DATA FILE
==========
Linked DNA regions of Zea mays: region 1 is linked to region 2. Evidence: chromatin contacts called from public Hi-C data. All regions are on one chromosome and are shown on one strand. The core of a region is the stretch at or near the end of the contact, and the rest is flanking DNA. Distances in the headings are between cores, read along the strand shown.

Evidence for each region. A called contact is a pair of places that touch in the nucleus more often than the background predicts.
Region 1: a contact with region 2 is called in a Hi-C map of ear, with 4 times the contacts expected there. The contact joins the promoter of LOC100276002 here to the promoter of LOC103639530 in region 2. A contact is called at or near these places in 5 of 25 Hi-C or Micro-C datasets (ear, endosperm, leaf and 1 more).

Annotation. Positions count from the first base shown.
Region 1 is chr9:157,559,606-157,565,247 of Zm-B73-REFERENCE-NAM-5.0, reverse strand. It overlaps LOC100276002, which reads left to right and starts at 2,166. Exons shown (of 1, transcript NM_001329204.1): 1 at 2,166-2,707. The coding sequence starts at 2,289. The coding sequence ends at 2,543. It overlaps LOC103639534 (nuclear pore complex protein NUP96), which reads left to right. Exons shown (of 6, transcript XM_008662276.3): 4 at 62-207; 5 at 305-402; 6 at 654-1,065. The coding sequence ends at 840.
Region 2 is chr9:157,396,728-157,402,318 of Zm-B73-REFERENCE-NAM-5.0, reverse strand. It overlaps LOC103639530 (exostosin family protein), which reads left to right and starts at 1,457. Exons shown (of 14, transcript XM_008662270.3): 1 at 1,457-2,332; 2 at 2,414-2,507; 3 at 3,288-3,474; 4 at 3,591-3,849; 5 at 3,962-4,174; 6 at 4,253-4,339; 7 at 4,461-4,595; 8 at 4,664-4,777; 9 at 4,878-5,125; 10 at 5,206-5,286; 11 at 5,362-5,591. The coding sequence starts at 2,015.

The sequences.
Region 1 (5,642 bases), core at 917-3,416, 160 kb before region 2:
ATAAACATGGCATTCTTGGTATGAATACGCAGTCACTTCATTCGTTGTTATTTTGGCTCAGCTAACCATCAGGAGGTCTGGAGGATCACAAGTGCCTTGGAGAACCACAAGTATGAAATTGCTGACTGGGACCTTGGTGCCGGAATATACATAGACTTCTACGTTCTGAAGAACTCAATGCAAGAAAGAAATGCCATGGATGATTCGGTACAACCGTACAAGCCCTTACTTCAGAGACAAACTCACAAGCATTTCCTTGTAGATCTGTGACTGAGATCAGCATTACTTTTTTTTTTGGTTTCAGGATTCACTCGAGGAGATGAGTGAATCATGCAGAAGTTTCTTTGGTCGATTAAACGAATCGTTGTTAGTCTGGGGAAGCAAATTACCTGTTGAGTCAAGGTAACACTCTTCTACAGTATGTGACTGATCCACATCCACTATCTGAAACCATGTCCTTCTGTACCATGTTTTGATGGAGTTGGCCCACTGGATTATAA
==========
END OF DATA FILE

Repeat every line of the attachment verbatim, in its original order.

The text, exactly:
Linked DNA regions of Zea mays: region 1 is linked to region 2. Evidence: chromatin contacts called from public Hi-C data. All regions are on one chromosome and are shown on one strand. The core of a region is the stretch at or near the end of the contact, and the rest is flanking DNA. Distances in the headings are between cores, read along the strand shown.

Evidence for each region. A called contact is a pair of places that touch in the nucleus more often than the background predicts.
Region 1: a contact with region 2 is called in a Hi-C map of ear, with 4 times the contacts expected there. The contact joins the promoter of LOC100276002 here to the promoter of LOC103639530 in region 2. A contact is called at or near these places in 5 of 25 Hi-C or Micro-C datasets (ear, endosperm, leaf and 1 more).

Annotation. Positions count from the first base shown.
Region 1 is chr9:157,559,606-157,565,247 of Zm-B73-REFERENCE-NAM-5.0, reverse strand. It overlaps LOC100276002, which reads left to right and starts at 2,166. Exons shown (of 1, transcript NM_001329204.1): 1 at 2,166-2,707. The coding sequence starts at 2,289. The coding sequence ends at 2,543. It overlaps LOC103639534 (nuclear pore complex protein NUP96), which reads left to right. Exons shown (of 6, transcript XM_008662276.3): 4 at 62-207; 5 at 305-402; 6 at 654-1,065. The coding sequence ends at 840.
Region 2 is chr9:157,396,728-157,402,318 of Zm-B73-REFERENCE-NAM-5.0, reverse strand. It overlaps LOC103639530 (exostosin family protein), which reads left to right and starts at 1,457. Exons shown (of 14, transcript XM_008662270.3): 1 at 1,457-2,332; 2 at 2,414-2,507; 3 at 3,288-3,474; 4 at 3,591-3,849; 5 at 3,962-4,174; 6 at 4,253-4,339; 7 at 4,461-4,595; 8 at 4,664-4,777; 9 at 4,878-5,125; 10 at 5,206-5,286; 11 at 5,362-5,591. The coding sequence starts at 2,015.

The sequences.
Region 1 (5,642 bases), core at 917-3,416, 160 kb before region 2:
ATAAACATGGCATTCTTGGTATGAATACGCAGTCACTTCATTCGTTGTTATTTTGGCTCAGCTAACCATCAGGAGGTCTGGAGGATCACAAGTGCCTTGGAGAACCACAAGTATGAAATTGCTGACTGGGACCTTGGTGCCGGAATATACATAGACTTCTACGTTCTGAAGAACTCAATGCAAGAAAGAAATGCCATGGATGATTCGGTACAACCGTACAAGCCCTTACTTCAGAGACAAACTCACAAGCATTTCCTTGTAGATCTGTGACTGAGATCAGCATTACTTTTTTTTTTGGTTTCAGGATTCACTCGAGGAGATGAGTGAATCATGCAGAAGTTTCTTTGGTCGATTAAACGAATCGTTGTTAGTCTGGGGAAGCAAATTACCTGTTGAGTCAAGGTAACACTCTTCTACAGTATGTGACTGATCCACATCCACTATCTGAAACCATGTCCTTCTGTACCATGTTTTGATGGAGTTGGCCCACTGGATTATAA